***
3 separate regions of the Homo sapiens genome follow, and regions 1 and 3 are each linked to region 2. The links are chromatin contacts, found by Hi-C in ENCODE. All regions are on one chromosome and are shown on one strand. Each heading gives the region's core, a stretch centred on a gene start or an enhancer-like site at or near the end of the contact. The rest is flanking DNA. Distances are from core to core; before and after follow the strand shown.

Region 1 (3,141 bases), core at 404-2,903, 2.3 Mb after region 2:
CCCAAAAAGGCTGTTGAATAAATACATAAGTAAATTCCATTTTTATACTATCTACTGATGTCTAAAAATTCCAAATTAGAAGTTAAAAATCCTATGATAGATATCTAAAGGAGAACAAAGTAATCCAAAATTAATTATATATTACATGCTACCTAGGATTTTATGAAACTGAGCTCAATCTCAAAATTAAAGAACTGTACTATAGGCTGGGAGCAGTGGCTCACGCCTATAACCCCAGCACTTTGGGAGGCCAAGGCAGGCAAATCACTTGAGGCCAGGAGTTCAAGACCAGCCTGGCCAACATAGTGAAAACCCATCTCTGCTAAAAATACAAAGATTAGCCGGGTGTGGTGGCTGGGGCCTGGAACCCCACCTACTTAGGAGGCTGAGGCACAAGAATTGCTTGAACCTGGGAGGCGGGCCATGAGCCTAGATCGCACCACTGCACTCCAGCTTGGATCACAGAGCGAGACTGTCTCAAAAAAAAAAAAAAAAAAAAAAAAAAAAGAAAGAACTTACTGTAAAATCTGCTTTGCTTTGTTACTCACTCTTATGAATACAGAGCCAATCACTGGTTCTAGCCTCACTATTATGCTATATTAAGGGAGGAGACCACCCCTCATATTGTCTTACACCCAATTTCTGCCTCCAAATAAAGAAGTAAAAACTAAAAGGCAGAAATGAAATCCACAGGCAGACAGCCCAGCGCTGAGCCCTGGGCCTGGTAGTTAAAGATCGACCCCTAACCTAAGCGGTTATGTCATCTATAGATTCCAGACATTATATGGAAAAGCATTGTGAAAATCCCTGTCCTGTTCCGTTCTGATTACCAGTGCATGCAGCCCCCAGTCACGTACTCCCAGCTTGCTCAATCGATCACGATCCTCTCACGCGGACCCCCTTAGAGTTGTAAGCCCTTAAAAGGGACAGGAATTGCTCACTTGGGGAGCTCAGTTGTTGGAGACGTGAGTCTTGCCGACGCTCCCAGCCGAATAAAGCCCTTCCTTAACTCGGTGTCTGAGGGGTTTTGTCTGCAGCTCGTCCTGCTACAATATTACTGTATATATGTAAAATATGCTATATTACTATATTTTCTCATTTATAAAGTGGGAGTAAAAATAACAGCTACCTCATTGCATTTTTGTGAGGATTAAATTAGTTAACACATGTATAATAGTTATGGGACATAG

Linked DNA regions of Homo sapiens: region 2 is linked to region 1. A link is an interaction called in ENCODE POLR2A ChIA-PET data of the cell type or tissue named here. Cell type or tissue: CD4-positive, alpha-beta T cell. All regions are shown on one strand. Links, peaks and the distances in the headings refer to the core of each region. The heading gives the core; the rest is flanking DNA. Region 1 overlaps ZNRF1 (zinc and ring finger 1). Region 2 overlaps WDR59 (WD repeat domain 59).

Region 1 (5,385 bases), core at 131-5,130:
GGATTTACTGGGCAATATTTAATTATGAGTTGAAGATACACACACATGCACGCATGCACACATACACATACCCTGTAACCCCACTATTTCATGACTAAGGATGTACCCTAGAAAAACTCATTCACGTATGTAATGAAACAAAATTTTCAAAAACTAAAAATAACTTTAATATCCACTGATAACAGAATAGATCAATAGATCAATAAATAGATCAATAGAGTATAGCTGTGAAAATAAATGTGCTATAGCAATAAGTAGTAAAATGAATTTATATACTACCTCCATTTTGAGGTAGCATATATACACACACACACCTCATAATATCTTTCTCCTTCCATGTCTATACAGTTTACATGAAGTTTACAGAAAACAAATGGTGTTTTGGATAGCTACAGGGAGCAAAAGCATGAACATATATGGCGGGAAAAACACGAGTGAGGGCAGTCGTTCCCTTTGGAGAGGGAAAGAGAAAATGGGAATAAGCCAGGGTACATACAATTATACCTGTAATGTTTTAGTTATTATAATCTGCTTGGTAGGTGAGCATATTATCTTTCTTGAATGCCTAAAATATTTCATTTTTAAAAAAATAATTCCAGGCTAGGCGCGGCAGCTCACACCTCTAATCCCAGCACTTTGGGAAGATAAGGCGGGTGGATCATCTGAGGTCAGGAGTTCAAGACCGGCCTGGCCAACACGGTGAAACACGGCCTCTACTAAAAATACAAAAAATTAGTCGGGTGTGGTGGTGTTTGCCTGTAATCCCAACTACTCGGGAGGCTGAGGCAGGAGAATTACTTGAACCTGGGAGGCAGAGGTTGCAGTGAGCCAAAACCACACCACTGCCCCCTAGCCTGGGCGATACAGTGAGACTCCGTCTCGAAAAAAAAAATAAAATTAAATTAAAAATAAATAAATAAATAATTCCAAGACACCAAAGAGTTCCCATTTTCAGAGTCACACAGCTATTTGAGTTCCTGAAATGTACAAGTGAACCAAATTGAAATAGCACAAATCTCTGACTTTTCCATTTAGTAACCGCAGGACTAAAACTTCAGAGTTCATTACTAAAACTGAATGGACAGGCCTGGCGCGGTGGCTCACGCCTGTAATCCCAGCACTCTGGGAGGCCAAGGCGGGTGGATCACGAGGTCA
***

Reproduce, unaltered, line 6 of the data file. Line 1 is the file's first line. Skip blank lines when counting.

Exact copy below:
GGATTTACTGGGCAATATTTAATTATGAGTTGAAGATACACACACATGCACGCATGCACACATACACATACCCTGTAACCCCACTATTTCATGACTAAGGATGTACCCTAGAAAAACTCATTCACGTATGTAATGAAACAAAATTTTCAAAAACTAAAAATAACTTTAATATCCACTGATAACAGAATAGATCAATAGATCAATAAATAGATCAATAGAGTATAGCTGTGAAAATAAATGTGCTATAGCAATAAGTAGTAAAATGAATTTATATACTACCTCCATTTTGAGGTAGCATATATACACACACACACCTCATAATATCTTTCTCCTTCCATGTCTATACAGTTTACATGAAGTTTACAGAAAACAAATGGTGTTTTGGATAGCTACAGGGAGCAAAAGCATGAACATATATGGCGGGAAAAACACGAGTGAGGGCAGTCGTTCCCTTTGGAGAGGGAAAGAGAAAATGGGAATAAGCCAGGGTACATACAATTATACCTGTAATGTTTTAGTTATTATAATCTGCTTGGTAGGTGAGCATATTATCTTTCTTGAATGCCTAAAATATTTCATTTTTAAAAAAATAATTCCAGGCTAGGCGCGGCAGCTCACACCTCTAATCCCAGCACTTTGGGAAGATAAGGCGGGTGGATCATCTGAGGTCAGGAGTTCAAGACCGGCCTGGCCAACACGGTGAAACACGGCCTCTACTAAAAATACAAAAAATTAGTCGGGTGTGGTGGTGTTTGCCTGTAATCCCAACTACTCGGGAGGCTGAGGCAGGAGAATTACTTGAACCTGGGAGGCAGAGGTTGCAGTGAGCCAAAACCACACCACTGCCCCCTAGCCTGGGCGATACAGTGAGACTCCGTCTCGAAAAAAAAAATAAAATTAAATTAAAAATAAATAAATAAATAATTCCAAGACACCAAAGAGTTCCCATTTTCAGAGTCACACAGCTATTTGAGTTCCTGAAATGTACAAGTGAACCAAATTGAAATAGCACAAATCTCTGACTTTTCCATTTAGTAACCGCAGGACTAAAACTTCAGAGTTCATTACTAAAACTGAATGGACAGGCCTGGCGCGGTGGCTCACGCCTGTAATCCCAGCACTCTGGGAGGCCAAGGCGGGTGGATCACGAGGTCA